Canine Clues: Why Your Dog Whines and What You Can Do About It

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You love your dog, but you can’t stand all the whining. What can you do about it? Many dog owners don’t really understand dog psychology that well. They want to have a happy dog, but at the same time they don’t know what to do to get from here to there.

Fortunately, the ASPCA has some killer tips for you to follow:

Some Reasons Why Dogs Whine

One of the main reasons dogs whine is for appeasement or attention-seeking. Some dogs will whine excessively when they interact with other dogs or even people. Usually, this is while adopting a submissive posture. Sometimes, this behavior is done as a way to get attention – a favorite toy, a treat, or food.

Another reason for whining is a form of greeting. During greeting, some dogs vocalize their excitement and that might be directed towards you or another dog.

A reason that’s becoming more common is anxiety. When a dog whines in response to a stressful situation, and you reinforce it, it creates a cycle where the dog learns to whine because of the situation – creating more stress for pooch.

Separation anxiety is when you leave the dog alone during the day or night and that absence causes the dog to whine. Usually, dogs suffering from separation anxiety display one other symptom of the disorder, like panting, pacing, excessive drooling, or a destructive behavior.

When your dog is injured, it can cause whining. If you notice that your dog vocalizes frequently for no apparent reason, check for injuries, especially when the whining is accompanied by limping, or favoring of a particular side, leg, or some body part or when the dog engages in guarding behavior of a body part.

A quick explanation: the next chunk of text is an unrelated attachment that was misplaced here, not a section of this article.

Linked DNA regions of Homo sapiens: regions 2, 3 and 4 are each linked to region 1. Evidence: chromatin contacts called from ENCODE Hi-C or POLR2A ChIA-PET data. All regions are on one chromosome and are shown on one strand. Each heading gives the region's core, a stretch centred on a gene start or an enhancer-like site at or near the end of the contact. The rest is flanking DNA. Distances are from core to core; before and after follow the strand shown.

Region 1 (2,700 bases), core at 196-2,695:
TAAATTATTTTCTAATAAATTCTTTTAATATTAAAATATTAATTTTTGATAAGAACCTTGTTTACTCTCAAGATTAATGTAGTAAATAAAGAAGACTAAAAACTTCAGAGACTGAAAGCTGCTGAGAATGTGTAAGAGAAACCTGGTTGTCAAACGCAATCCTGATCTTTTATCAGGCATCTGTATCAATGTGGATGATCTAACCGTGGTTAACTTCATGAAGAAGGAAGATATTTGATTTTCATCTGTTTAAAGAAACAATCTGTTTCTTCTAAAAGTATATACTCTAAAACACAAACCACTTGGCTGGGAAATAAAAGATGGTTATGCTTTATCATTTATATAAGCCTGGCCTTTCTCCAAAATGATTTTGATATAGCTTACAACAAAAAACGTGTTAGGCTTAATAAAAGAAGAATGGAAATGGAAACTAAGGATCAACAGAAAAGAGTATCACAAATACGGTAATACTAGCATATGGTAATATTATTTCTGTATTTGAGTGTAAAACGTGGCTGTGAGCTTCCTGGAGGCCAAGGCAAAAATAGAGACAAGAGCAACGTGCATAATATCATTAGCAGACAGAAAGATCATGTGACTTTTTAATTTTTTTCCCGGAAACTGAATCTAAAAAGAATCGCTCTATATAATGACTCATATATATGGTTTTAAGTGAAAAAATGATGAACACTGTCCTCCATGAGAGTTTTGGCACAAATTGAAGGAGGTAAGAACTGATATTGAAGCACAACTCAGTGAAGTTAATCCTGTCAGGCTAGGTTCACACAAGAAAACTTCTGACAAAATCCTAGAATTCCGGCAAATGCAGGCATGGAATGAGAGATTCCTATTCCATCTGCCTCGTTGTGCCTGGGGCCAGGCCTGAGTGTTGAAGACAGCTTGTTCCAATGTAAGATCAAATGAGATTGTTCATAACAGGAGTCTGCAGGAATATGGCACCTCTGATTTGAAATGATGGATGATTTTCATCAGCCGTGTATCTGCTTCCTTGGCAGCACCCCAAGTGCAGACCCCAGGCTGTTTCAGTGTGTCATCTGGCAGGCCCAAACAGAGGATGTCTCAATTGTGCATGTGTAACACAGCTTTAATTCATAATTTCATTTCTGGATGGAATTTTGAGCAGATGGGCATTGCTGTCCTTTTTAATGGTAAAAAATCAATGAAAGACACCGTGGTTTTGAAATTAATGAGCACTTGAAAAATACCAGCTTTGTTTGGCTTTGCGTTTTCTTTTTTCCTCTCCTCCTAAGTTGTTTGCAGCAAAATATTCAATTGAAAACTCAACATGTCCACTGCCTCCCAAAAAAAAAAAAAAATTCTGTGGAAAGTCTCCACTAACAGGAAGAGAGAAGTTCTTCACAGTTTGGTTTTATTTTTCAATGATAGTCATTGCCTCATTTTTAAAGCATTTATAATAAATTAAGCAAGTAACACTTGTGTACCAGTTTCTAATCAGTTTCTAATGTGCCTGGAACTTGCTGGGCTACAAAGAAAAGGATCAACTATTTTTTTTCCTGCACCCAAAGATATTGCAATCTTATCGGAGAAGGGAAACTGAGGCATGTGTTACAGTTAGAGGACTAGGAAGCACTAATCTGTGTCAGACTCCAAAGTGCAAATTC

What You Can Do About Whining

Frustrated dog owners sometimes resort to violence against the dog. This is never a good idea and, in many cases, may be illegal and considered abuse. Dogs can try to appease people or other dogs when they perceive that there’s a threat or aggression being directed towards them.

You don’t want this kind of behavior to take hold. You also don’t want the dog to become aggressive, or suffer from any kind of anxiety.

Teach your dog hand targeting, and spend more time training the dog how to behave. Hand targeting is done by extending your arm out in front of your dog’s nose. Wait until the dog touches your nose and then reward the dog. Repeat this process until the dog learns that this is the goal.

If your dog becomes distracted, do not touch your hand to the dog’s nose – this will not reinforce hand targeting.

If you’re having trouble with this basic exercise, contact northern NJ dog trainers for help.

If your dog whines during greetings, you can divert his or her attention to her favorite toys. But, the best exercise is to train dog not to whine excessively when you arrive. This is done by establishing new behaviors when you arrive at home. Instead of pacing and whining, teach dog to sit calmly.

Note that this may take a long time, especially if dog has already learned that whining is an acceptable or tolerated behavior from you.

Avoid encouragement of whining by not speaking in an overly excited tone of voice, yelling or encouraging the dog to jump on you or otherwise display unwanted behavior. Consistency is key.

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